Sunday, January 9, 2011

Chestnut blight and the good virus

The latest update on the Smokies Dispatches from the Field page is about the chestnut blight and the "good virus".

In the 1940s the chestnut blight, a fungus accidentally introduced from Asia, killed an estimated four billion American chestnut trees nationwide. Before the blight, roughly one third of all the trees in the Great Smoky Mountains were chestnuts. Today, even single spindly saplings are rare.

Scientists are now investigating an organism, known as a hypovirus, that may help trees overcome the deadly chestnut blight. You can read more about this research project by clicking here.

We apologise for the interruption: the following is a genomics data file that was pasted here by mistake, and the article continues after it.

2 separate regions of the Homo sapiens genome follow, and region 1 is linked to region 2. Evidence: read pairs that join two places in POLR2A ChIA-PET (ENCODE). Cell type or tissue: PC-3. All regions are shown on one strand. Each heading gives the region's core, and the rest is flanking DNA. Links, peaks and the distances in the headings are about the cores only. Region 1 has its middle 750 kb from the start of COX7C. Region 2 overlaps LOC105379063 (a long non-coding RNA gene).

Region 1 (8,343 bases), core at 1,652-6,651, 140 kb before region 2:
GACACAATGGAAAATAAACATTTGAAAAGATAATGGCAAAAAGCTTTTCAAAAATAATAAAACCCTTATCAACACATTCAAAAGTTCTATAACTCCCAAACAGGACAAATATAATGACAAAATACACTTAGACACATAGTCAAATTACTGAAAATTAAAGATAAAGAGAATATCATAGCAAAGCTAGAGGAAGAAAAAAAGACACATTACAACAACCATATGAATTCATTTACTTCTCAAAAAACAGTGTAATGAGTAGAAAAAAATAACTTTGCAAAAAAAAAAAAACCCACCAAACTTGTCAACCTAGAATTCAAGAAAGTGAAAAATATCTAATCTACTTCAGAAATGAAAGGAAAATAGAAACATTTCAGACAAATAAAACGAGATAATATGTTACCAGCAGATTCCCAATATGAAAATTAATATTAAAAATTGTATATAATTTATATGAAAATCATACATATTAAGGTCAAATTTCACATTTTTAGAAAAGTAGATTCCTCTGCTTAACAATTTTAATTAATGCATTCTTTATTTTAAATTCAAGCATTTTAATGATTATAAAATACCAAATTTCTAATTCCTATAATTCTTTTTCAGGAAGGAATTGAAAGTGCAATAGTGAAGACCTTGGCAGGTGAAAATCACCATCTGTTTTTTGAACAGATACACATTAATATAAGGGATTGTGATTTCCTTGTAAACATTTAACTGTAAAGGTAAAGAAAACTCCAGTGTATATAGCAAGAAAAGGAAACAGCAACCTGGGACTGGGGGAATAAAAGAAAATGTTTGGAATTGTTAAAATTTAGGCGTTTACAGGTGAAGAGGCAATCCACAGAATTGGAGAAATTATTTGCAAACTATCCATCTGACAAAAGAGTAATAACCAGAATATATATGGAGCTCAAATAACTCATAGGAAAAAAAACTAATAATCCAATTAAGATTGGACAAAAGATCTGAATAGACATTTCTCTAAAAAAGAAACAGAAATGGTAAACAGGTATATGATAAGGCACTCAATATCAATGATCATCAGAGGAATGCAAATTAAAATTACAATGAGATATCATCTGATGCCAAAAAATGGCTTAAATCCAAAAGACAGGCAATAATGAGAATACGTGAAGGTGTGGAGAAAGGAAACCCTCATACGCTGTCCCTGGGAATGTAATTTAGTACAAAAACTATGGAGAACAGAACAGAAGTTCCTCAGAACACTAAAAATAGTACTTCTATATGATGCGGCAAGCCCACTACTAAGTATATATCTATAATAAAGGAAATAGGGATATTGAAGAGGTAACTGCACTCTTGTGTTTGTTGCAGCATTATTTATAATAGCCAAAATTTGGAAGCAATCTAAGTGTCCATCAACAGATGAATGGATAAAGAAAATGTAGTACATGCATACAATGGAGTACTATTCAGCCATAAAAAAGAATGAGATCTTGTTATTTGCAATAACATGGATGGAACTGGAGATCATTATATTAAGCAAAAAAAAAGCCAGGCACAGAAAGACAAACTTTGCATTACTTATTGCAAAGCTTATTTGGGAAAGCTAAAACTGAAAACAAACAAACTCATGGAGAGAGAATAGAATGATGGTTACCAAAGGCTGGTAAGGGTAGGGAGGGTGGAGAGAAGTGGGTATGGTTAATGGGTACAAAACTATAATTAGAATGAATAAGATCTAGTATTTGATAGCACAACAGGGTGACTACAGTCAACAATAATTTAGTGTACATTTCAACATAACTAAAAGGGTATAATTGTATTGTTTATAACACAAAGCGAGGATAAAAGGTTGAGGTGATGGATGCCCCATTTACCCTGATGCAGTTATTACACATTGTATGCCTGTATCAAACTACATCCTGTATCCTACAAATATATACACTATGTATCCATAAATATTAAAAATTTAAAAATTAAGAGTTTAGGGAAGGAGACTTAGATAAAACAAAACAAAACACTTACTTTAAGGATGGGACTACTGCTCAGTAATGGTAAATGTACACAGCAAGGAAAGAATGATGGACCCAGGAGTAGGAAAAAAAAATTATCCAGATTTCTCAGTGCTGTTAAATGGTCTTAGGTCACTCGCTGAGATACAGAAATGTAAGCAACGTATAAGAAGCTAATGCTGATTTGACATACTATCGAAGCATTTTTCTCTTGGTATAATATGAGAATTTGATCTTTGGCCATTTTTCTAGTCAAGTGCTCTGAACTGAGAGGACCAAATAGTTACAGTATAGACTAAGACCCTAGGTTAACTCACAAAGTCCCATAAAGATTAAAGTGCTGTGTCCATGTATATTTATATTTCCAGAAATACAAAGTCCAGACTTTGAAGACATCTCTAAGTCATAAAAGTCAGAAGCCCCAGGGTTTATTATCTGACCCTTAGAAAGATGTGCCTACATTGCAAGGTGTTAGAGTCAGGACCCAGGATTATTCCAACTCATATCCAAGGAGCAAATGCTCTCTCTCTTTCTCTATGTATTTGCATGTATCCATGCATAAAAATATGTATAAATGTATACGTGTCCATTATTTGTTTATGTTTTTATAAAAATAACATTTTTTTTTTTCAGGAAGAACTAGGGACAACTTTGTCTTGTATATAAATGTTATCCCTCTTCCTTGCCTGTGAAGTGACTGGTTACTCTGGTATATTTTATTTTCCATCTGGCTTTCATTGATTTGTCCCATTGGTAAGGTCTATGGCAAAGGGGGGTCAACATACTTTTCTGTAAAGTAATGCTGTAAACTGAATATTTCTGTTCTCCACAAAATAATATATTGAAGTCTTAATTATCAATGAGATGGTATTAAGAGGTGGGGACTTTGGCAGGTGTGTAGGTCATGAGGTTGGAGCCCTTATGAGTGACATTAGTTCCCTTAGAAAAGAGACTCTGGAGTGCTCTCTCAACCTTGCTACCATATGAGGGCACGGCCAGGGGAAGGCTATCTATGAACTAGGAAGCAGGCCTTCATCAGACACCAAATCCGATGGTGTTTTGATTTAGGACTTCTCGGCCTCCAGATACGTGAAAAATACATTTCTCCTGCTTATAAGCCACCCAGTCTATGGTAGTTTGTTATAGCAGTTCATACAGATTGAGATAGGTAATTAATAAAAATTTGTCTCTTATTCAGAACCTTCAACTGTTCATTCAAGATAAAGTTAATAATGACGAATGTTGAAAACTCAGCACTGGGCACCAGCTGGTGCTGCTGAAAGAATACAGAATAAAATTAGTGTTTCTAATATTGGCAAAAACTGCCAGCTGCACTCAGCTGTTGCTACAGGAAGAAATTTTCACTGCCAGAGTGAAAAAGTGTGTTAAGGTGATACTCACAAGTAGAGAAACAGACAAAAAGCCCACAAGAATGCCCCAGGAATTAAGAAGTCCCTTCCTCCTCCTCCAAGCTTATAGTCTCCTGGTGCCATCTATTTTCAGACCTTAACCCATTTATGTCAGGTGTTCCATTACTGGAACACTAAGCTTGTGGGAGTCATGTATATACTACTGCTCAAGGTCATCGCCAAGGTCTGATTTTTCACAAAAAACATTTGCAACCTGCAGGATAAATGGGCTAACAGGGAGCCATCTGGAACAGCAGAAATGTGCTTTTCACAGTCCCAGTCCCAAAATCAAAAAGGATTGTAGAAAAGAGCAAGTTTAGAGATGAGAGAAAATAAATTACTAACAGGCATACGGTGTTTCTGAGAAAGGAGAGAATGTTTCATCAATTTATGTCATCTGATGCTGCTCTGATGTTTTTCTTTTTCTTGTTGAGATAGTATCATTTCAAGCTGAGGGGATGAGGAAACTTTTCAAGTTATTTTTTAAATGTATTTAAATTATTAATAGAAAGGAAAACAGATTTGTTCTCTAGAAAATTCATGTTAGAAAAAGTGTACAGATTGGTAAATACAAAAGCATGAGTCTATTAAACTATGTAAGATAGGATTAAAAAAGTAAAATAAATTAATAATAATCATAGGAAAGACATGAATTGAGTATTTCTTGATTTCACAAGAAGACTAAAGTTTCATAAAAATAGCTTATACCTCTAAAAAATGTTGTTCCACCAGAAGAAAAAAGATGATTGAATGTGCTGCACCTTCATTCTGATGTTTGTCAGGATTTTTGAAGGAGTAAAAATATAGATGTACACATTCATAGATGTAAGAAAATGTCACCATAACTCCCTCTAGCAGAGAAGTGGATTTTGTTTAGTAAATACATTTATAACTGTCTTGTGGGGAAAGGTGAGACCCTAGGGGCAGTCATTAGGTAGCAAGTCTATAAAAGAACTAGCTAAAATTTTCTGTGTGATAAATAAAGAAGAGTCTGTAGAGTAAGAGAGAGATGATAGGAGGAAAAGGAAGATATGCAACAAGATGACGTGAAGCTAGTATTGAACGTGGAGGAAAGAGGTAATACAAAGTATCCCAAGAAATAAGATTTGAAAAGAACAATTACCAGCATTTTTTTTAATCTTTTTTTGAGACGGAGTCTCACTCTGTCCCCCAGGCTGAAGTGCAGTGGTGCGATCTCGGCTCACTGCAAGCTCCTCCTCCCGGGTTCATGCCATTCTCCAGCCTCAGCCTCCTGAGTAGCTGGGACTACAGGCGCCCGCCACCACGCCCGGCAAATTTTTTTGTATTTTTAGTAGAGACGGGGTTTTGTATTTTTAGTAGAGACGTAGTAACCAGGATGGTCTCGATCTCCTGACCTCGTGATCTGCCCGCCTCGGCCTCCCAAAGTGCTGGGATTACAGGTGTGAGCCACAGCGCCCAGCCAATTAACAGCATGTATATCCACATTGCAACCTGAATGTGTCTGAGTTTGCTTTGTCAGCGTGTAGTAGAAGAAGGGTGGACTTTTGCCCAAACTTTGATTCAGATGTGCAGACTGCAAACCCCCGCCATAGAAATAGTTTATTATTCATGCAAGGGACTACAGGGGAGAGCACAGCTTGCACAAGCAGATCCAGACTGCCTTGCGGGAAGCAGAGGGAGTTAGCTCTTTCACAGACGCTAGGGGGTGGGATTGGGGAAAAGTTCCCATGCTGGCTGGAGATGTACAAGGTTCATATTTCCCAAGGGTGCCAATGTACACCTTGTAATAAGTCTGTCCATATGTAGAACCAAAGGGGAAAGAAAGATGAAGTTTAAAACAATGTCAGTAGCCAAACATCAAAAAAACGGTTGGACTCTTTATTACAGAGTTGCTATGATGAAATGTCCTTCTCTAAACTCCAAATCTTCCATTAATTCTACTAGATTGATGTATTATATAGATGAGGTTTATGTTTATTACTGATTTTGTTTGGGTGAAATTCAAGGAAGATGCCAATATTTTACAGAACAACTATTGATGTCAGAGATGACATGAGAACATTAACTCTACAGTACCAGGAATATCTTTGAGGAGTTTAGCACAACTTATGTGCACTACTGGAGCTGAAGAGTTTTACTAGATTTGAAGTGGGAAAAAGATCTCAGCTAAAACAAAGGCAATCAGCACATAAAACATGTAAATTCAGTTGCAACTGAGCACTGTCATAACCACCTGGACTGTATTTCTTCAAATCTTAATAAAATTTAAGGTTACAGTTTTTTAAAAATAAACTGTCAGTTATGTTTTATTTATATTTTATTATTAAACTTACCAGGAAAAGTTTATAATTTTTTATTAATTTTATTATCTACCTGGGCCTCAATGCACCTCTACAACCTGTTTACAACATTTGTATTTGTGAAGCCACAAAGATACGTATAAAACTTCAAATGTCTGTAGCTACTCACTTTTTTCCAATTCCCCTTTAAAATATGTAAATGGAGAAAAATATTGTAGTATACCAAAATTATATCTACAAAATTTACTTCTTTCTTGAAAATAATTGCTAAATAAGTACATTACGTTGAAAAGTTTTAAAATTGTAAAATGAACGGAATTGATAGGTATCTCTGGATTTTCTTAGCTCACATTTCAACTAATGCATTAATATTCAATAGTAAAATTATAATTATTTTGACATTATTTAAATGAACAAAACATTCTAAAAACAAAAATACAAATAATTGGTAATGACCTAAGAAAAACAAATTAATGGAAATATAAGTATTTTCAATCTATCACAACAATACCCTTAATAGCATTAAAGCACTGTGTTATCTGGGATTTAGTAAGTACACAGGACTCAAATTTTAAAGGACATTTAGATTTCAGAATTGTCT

1 comment:

Anonymous said...

I hope that this virus spreads so that the American Chestnut can return to its dominant position in eastern forests. On the comment that saplings are rare, I believe this is a false statement. When I thru-hiked the AT in '09, I saw hundreds of shoots right off the trail. Especially in Virginia in Shenandoah's. I also saw a couple full sized trees that weren't affected by the blight. One just south of Harper's Ferry, WV and another near Duncannon, PA. If this virus can somehow be spread across vast reaches of the smokies, I think the root stock of these remaining saplings will hold on and we will see these trees return before we know it.